In the export table wizard there was an option to create a read-only connection to the new SharePoint list.
If you select this option then you’ll be able to refresh your Excel table with any new or changed data from the SharePoint list.
Select the table and go to the Table Tools Design tab and press the Refresh button or right click on the table and select Refresh from the menu.
The data in the Excel table will be updated with the latest data from the SharePoint list.
You can also move data the other way by exporting from SharePoint to Excel.
There’s a big Export to Excel button in each list.
Press this button and the browser will download a query.iqy file.
Open this file and Excel will launch and prompt you to choose where to load the data (Table, Pivot Table or Pivot Chart) and choose the location to load it (an existing worksheet, new worksheet or new workbook).
This is actually the exact same read-only setup that was an option when exporting from Excel. If you missed enabling that option, no worries because you can achieve the same thing by exporting from your SharePoint list.
Power query can be used to connect to all sorts of data sources and SharePoint lists are one of them.
This will give you more control over which data in the list you import as compared to creating a read-only connection to the SharePoint list.
To create a new SharePoint list query, go to the Data tab ➜ select Get Data ➜ choose From Online Services ➜ choose From SharePoint Online List.
This option is also available under the From Other Sources menu as From SharePoint List.
You will be prompted to enter the URL to the SharePoint site. This should be of the format https://yourcompany.sharepoint.com/sites/yoursitename. Then you can press the OK button.
This will open the power query navigator preview where you can select the list you want to import. Once selected, a preview of the list will show on the right.
A large number of columns in the data preview will look unfamiliar. This is because SharePoint lists contain a lot of extra columns even if they aren’t being used.
For example, every SharePoint list will have an ID column which is a unique identifier automatically created for each row in the list.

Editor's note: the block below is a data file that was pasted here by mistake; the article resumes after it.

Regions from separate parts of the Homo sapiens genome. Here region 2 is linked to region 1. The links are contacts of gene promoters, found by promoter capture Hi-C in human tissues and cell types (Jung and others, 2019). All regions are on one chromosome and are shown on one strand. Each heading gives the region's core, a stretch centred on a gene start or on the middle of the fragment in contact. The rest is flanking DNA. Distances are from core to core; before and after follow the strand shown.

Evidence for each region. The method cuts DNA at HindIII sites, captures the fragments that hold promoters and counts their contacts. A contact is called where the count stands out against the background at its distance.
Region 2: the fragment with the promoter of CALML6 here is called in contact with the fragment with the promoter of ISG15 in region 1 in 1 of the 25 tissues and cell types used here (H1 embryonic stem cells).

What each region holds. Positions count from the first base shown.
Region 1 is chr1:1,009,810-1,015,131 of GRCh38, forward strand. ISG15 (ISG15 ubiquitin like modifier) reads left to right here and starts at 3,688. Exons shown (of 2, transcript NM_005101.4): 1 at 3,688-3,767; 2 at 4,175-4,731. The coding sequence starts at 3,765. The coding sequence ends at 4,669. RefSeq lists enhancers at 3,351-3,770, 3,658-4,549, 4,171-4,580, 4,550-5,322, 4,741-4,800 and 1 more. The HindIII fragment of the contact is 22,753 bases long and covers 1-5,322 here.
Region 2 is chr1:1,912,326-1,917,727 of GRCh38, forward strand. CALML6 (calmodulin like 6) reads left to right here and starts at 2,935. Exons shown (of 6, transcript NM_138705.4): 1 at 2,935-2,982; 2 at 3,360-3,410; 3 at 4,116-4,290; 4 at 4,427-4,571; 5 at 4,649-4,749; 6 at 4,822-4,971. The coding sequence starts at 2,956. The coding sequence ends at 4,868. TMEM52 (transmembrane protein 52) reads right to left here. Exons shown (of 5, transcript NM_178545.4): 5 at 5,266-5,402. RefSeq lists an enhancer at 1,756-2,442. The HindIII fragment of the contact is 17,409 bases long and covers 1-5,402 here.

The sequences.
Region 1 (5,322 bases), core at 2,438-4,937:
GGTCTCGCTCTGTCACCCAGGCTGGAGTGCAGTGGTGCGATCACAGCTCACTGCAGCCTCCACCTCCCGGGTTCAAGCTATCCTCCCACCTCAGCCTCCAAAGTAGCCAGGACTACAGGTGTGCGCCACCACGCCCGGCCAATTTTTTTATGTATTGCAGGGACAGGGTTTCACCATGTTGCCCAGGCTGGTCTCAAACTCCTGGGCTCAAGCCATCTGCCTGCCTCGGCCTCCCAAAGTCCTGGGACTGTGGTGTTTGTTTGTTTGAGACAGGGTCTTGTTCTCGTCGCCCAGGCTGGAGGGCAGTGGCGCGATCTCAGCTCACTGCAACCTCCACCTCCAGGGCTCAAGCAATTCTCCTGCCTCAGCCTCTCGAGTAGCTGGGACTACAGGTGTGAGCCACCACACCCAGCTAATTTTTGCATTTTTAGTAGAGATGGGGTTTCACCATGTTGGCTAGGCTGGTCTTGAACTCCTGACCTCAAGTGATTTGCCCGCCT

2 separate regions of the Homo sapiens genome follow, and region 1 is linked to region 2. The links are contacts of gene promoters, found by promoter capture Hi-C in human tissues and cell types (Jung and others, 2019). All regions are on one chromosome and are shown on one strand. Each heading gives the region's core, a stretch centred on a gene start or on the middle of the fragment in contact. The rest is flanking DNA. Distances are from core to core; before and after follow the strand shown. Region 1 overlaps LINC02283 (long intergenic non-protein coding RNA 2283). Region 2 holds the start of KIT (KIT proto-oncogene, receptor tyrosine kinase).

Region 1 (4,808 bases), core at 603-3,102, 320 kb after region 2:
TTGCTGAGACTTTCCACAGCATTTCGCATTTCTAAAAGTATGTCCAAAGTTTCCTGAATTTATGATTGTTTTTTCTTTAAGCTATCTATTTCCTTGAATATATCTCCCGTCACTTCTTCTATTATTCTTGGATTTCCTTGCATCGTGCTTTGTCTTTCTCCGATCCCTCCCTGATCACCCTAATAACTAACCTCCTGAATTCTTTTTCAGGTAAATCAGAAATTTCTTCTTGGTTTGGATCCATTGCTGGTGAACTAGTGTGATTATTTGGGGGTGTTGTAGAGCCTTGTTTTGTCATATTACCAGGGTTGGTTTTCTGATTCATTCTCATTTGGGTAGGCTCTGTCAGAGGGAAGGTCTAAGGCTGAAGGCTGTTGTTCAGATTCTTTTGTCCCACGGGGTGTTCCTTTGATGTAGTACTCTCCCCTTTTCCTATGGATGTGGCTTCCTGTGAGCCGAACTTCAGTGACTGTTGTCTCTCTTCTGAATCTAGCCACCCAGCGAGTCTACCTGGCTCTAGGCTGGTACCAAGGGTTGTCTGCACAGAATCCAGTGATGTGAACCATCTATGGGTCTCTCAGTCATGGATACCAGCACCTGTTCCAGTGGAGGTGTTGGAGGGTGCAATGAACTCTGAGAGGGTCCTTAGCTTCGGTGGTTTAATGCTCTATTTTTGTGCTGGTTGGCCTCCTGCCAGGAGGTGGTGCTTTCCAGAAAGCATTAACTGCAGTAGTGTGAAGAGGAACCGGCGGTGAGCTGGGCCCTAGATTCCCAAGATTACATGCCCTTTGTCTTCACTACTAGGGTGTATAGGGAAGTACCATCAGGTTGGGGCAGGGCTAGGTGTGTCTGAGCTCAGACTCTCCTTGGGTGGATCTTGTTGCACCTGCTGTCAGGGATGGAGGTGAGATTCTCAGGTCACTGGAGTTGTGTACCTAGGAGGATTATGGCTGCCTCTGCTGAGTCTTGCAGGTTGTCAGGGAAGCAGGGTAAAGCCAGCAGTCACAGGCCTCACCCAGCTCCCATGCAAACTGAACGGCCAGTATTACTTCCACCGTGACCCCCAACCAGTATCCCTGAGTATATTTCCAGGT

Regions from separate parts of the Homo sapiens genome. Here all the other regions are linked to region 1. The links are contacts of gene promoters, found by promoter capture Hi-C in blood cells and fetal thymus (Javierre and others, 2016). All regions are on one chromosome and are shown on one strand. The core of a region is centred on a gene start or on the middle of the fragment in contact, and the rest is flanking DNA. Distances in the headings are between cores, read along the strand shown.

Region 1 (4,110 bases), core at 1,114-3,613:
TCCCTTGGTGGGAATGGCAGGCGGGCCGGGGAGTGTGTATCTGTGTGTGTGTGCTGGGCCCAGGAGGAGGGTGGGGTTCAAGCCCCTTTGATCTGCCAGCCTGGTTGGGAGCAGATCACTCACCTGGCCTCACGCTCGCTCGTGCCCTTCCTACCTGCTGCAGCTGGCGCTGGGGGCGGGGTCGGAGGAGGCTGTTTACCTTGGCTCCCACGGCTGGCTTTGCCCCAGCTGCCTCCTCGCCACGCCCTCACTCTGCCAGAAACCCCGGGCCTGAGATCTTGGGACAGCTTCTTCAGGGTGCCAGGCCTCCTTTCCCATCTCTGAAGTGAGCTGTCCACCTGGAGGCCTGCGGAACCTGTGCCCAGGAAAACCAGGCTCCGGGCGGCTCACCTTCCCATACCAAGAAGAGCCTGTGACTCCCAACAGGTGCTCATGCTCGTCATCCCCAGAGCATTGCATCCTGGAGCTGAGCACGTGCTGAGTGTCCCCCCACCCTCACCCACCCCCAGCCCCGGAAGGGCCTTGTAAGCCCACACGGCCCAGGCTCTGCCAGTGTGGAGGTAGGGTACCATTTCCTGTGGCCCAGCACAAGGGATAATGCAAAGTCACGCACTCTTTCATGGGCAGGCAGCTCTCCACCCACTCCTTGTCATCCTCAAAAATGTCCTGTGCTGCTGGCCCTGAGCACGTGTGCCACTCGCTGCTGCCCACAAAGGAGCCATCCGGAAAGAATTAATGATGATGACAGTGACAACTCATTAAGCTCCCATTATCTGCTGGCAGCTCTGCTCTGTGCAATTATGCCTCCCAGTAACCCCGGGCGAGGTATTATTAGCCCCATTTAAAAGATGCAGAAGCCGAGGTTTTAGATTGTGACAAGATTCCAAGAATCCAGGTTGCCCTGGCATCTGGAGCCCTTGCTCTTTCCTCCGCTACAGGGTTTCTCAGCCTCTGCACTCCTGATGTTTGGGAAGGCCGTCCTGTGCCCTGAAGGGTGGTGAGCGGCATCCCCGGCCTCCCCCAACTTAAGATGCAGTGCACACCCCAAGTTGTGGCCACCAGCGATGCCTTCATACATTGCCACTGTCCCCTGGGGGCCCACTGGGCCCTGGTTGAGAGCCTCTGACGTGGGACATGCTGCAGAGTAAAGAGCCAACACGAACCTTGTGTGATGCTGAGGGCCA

You will need to edit the query slightly to avoid importing all these unfamiliar columns. Press the Transform Data button to open the power query editor.
There are a lot of extra columns, so it will usually be easier to select the columns you want to keep (hold the Ctrl key to select multiple columns). Then right click on any of the selected column headings and choose Remove Other Columns from the menu.
You can also do any other type of data transformation available with power query if you would like.
Once you’re finished with the query, you can save it and load the data into Excel. Go to the Home tab in the power query editor and press the Close & Load command to save the query and load the data into an Excel table in your workbook.
SharePoint can store more than just lists, it can also store all types of files in a document library.
You can use use power query to import and combine data from multiple data files like Excel workbooks or CSV’s.
A SharePoint document library is very similar to a folder on your computers hard drive. It’s a place to store all your related files.
You might set up a document library for all your monthly sales files.
Here I have a document library called Sales and in a folder called 2018Q1 in which I have 3 Excel workbooks.
Each file has sales data by day for the particular month.
Export a Folder to Excel
If you click on the Export to Excel button found in the SharePoint folder this will download a query.iqy file.
When you open this file it launches Excel and creates a read-only connection to the list of files in the folder. You can refresh this just like when exporting a SharePoint List to an Excel Table.
This table only contains the names of files and not the actual contents of the files. There is a handy clickable hyperlink for each of the file or folder names. This will open up the SharePoint file or folder.
You’ll need power query if you want to import and combine the data inside all the files.
To create a SharePoint Folder query go to the Data tab ➜ select Get Data ➜ choose From File ➜ choose From SharePoint Folder.
Now you’ll need to input the site URL (not the folder URL).
The Navigation preview will show a list of all files in the site and you’ll need to use power query to filter down to the files you want. Press the Transform Data button.
Filter on the Folder Path column to the desired folder. Then further filter on any file Name or Extension to get exactly the files you want.
When only the files you want to import and combine are left, click on the Combine Files toggle in the Content column heading.
Power query will import and combine the files based on a sample file. You can then select which sheets to import and view a preview of the data on the right side. Press the OK button to combine the files.
You can then Close & Load the query to import all the data. Now if you add a new monthly sales files to the folder and refresh the query, the new file’s data will be included in the query’s output.
SharePoint is a great place for storing files for collaboration and data that’s shared throughout the company.
But it might not be the best place for further using or analyzing the files or data.
That’s ok though, SharePoint and Excel are very well integrated. It’s easy to push and pull data from SharePoint to Excel.
You can quickly get data using the export options in either Excel or SharePoint. If you’re comfortable with power query, you can even use that.